Publication details for Dr Elizabeth JohnsonJohnson, Elizabeth R. (2015). Of Lobsters, Laboratories, and War: Animal Studies and the Temporality of More-Than-Human Encounters. Environment and Planning D: Society and Space 33(2): 296-313.
- Publication type: Journal Article
- ISSN/ISBN: 0263-7758 (print), 1472-3433 (electronic)
- DOI: 10.1068/d23512
- Further publication details on publisher web site
- Durham Research Online (DRO) - may include full text
Author(s) from Durham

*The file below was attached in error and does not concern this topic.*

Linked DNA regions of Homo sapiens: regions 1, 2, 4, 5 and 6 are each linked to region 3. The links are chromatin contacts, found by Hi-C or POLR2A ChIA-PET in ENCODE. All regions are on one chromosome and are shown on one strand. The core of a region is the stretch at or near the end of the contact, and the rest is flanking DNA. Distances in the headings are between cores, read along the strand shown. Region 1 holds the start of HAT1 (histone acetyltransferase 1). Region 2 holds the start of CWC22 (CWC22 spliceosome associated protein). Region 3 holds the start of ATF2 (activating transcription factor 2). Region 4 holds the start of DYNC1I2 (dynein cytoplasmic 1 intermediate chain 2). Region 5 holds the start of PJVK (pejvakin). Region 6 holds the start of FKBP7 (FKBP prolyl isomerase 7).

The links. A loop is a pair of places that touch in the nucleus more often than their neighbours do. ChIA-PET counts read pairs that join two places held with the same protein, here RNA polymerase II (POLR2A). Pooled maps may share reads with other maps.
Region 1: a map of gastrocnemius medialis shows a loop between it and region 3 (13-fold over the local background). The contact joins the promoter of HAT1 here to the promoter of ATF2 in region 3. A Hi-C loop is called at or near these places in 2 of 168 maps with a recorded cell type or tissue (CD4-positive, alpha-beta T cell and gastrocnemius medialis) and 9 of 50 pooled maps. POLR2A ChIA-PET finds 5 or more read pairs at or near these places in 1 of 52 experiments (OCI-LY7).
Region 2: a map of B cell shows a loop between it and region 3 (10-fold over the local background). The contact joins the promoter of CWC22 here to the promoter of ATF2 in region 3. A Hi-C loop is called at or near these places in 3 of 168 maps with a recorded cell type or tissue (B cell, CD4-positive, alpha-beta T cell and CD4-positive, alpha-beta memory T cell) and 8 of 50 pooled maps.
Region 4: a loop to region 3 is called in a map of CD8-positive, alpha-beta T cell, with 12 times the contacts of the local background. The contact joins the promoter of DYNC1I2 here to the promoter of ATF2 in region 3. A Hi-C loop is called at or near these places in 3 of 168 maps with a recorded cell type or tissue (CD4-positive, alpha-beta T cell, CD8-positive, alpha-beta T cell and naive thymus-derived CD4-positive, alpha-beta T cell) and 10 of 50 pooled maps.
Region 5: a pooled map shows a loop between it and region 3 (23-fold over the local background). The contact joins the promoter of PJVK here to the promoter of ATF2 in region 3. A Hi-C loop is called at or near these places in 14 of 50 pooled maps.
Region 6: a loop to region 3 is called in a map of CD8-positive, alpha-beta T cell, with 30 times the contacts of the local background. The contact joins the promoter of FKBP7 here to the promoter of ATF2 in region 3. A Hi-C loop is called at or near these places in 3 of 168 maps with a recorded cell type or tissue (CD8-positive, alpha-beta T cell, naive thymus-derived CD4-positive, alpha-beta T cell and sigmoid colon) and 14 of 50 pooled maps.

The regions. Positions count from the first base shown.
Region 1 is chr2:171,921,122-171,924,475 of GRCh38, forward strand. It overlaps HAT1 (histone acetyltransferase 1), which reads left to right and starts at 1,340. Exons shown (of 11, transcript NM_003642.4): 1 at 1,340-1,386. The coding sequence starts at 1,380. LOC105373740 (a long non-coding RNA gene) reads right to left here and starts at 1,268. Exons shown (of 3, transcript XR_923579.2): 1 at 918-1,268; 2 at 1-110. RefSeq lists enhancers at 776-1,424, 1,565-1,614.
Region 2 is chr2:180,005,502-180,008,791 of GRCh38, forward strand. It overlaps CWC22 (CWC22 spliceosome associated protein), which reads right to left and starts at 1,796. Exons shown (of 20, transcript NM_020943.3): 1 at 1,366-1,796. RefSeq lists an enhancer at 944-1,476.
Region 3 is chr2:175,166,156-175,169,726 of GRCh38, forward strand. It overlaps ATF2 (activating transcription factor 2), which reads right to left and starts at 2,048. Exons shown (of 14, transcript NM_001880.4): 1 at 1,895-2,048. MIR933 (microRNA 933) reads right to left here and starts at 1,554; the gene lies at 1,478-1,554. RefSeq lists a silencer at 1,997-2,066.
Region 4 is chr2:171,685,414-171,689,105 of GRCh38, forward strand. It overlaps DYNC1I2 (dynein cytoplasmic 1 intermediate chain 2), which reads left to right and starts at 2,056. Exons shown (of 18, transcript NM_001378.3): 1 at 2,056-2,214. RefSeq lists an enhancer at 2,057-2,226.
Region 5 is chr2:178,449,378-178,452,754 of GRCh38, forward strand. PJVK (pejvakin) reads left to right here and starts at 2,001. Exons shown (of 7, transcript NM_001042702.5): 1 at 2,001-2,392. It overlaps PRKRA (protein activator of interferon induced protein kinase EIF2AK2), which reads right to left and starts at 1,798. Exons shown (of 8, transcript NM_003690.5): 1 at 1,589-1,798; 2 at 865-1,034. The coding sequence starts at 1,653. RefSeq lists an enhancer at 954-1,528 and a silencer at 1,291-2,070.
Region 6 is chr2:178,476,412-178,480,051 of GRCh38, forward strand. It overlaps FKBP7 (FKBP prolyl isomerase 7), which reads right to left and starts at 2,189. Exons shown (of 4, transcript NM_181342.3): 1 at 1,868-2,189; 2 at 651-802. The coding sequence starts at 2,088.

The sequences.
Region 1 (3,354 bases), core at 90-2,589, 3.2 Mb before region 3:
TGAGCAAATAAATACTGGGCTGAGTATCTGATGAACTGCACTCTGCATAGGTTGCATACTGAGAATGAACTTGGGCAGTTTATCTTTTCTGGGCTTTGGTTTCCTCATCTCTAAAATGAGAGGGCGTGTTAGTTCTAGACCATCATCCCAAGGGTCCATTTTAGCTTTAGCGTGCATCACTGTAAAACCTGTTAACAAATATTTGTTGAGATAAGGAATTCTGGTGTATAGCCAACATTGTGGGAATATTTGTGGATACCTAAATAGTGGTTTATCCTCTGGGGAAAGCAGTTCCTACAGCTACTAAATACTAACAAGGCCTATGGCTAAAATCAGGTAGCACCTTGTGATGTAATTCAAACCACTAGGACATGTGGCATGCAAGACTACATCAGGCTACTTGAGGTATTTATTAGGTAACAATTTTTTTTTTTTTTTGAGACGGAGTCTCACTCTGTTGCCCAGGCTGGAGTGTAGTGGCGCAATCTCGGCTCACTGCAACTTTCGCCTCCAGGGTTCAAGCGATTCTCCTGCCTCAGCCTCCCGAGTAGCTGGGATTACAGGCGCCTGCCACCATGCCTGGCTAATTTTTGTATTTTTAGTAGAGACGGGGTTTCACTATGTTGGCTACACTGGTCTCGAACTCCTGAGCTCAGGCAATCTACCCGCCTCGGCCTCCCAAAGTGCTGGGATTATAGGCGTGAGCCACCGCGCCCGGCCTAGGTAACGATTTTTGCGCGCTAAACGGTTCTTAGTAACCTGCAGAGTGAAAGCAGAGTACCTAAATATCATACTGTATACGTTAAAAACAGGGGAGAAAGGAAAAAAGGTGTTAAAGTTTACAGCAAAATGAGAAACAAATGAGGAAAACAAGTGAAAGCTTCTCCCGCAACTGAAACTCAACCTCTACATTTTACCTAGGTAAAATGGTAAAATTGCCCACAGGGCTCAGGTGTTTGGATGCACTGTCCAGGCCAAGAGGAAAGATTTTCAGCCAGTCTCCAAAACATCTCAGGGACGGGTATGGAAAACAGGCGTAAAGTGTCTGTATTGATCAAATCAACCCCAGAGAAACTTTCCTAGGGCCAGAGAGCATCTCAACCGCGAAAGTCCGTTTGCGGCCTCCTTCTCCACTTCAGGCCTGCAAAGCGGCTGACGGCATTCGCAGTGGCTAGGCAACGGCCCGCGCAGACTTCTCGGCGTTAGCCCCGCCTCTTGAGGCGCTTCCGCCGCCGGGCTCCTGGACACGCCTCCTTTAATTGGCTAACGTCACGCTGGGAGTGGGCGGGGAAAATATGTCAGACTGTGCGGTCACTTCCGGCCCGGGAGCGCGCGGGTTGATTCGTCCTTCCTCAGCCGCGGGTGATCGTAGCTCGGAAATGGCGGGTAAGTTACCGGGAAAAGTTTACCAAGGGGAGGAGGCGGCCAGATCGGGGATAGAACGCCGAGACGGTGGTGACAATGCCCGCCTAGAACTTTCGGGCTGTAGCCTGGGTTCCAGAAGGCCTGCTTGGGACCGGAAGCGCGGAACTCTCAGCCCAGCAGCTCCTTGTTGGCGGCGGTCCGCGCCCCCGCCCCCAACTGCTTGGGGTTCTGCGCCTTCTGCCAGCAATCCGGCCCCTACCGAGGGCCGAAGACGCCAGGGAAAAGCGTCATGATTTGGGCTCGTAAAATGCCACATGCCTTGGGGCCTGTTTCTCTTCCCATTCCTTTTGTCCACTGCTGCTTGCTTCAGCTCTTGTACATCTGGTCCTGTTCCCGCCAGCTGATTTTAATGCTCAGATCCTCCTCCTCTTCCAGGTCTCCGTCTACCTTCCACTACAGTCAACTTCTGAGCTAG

For over two decades, geographers concerned with undoing what Judith Butler has referred to as ‘the conceit of anthropocentrism’ have brought animals in from the margins of thought. Geography's contributions to animal studies have been diverse, but a key consideration has been a retreat from thinking with animals toward a plural, more-than-human analysis. A recent privileging of ‘spaces of encounter’ with nonhuman others challenges the significance of animals altogether, equating them to other nonhuman entities—along with nonliving processes, the movement of molecules, viruses, forces, and affects that circulate and connect in ‘events’ and ‘sites’—on the terrain of ethical and political conflict. There is much at stake here in terms of how geographical methods are carried out and how response, analysis, and political action proceed. In what follows, I reflect on field notes from an ethnographic encounter with lobster experimentation in a neuroscience laboratory to contrast thinking ‘with animals' and ‘with encounters’. I assess the implications of each for transforming who and what we consider in ethical and political terms. I find that while the encounter moves beyond the limitations of more traditionally defined animal studies, a corresponding focus on the present loses sight of wider temporal and spatial relations—including the political economies—that are relevant to the elements in any encounter. Drawing on Boaventura de Sousa Santos and Astrid Schrader, I argue for a geography of the encounter that ‘expands the present’ rather than residing in it, with consequences for the ‘new materialism’ movement. In the case of the lobster experiment, this leads me to consider how scientific practices with animals are also immediately a part of ongoing trends in the US that ‘militarize’ biological life. In conclusion, I argue that concern for animals in the laboratory ought to expand to include concern for past and future political conditions of life, death, and the production of knowledge.